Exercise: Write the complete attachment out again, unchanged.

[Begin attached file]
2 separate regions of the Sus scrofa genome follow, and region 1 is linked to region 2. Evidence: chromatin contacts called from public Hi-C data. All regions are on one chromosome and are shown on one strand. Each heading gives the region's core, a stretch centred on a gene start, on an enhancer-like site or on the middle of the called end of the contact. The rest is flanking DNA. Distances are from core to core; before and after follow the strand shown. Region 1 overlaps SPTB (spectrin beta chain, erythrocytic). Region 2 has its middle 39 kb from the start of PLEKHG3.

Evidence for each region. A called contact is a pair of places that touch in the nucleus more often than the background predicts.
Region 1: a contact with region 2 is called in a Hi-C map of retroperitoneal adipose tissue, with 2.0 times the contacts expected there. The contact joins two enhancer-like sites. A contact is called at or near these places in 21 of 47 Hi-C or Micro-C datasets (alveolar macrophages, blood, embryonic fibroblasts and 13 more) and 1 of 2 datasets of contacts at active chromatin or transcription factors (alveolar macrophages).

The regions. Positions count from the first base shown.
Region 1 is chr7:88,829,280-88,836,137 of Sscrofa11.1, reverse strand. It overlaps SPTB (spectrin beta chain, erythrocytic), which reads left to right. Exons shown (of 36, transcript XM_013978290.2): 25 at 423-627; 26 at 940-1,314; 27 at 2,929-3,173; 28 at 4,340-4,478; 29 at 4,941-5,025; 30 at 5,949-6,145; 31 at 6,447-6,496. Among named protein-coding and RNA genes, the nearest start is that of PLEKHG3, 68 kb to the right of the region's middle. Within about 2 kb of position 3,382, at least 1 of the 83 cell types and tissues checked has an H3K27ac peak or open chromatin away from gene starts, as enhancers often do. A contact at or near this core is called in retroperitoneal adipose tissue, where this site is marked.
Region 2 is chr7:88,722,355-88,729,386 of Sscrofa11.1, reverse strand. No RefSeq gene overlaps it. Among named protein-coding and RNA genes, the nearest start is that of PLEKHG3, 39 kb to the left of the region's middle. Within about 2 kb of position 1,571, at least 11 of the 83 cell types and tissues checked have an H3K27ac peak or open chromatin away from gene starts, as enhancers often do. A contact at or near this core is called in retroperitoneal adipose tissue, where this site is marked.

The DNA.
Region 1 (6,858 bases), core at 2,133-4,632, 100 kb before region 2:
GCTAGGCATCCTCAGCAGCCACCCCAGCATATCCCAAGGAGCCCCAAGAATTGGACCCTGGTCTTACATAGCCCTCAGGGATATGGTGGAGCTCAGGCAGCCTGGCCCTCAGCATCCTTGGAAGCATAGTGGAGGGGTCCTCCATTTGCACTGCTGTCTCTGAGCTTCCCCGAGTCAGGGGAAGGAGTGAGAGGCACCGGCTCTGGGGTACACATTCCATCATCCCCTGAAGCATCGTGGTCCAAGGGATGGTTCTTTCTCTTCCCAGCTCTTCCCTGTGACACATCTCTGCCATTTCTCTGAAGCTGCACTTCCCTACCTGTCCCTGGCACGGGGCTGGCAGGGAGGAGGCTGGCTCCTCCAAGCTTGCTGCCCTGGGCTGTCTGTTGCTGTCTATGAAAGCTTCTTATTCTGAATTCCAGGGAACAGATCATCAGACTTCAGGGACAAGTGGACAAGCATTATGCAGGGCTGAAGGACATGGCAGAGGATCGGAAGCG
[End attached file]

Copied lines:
2 separate regions of the Sus scrofa genome follow, and region 1 is linked to region 2. Evidence: chromatin contacts called from public Hi-C data. All regions are on one chromosome and are shown on one strand. Each heading gives the region's core, a stretch centred on a gene start, on an enhancer-like site or on the middle of the called end of the contact. The rest is flanking DNA. Distances are from core to core; before and after follow the strand shown. Region 1 overlaps SPTB (spectrin beta chain, erythrocytic). Region 2 has its middle 39 kb from the start of PLEKHG3.

Evidence for each region. A called contact is a pair of places that touch in the nucleus more often than the background predicts.
Region 1: a contact with region 2 is called in a Hi-C map of retroperitoneal adipose tissue, with 2.0 times the contacts expected there. The contact joins two enhancer-like sites. A contact is called at or near these places in 21 of 47 Hi-C or Micro-C datasets (alveolar macrophages, blood, embryonic fibroblasts and 13 more) and 1 of 2 datasets of contacts at active chromatin or transcription factors (alveolar macrophages).

The regions. Positions count from the first base shown.
Region 1 is chr7:88,829,280-88,836,137 of Sscrofa11.1, reverse strand. It overlaps SPTB (spectrin beta chain, erythrocytic), which reads left to right. Exons shown (of 36, transcript XM_013978290.2): 25 at 423-627; 26 at 940-1,314; 27 at 2,929-3,173; 28 at 4,340-4,478; 29 at 4,941-5,025; 30 at 5,949-6,145; 31 at 6,447-6,496. Among named protein-coding and RNA genes, the nearest start is that of PLEKHG3, 68 kb to the right of the region's middle. Within about 2 kb of position 3,382, at least 1 of the 83 cell types and tissues checked has an H3K27ac peak or open chromatin away from gene starts, as enhancers often do. A contact at or near this core is called in retroperitoneal adipose tissue, where this site is marked.
Region 2 is chr7:88,722,355-88,729,386 of Sscrofa11.1, reverse strand. No RefSeq gene overlaps it. Among named protein-coding and RNA genes, the nearest start is that of PLEKHG3, 39 kb to the left of the region's middle. Within about 2 kb of position 1,571, at least 11 of the 83 cell types and tissues checked have an H3K27ac peak or open chromatin away from gene starts, as enhancers often do. A contact at or near this core is called in retroperitoneal adipose tissue, where this site is marked.

The DNA.
Region 1 (6,858 bases), core at 2,133-4,632, 100 kb before region 2:
GCTAGGCATCCTCAGCAGCCACCCCAGCATATCCCAAGGAGCCCCAAGAATTGGACCCTGGTCTTACATAGCCCTCAGGGATATGGTGGAGCTCAGGCAGCCTGGCCCTCAGCATCCTTGGAAGCATAGTGGAGGGGTCCTCCATTTGCACTGCTGTCTCTGAGCTTCCCCGAGTCAGGGGAAGGAGTGAGAGGCACCGGCTCTGGGGTACACATTCCATCATCCCCTGAAGCATCGTGGTCCAAGGGATGGTTCTTTCTCTTCCCAGCTCTTCCCTGTGACACATCTCTGCCATTTCTCTGAAGCTGCACTTCCCTACCTGTCCCTGGCACGGGGCTGGCAGGGAGGAGGCTGGCTCCTCCAAGCTTGCTGCCCTGGGCTGTCTGTTGCTGTCTATGAAAGCTTCTTATTCTGAATTCCAGGGAACAGATCATCAGACTTCAGGGACAAGTGGACAAGCATTATGCAGGGCTGAAGGACATGGCAGAGGATCGGAAGCG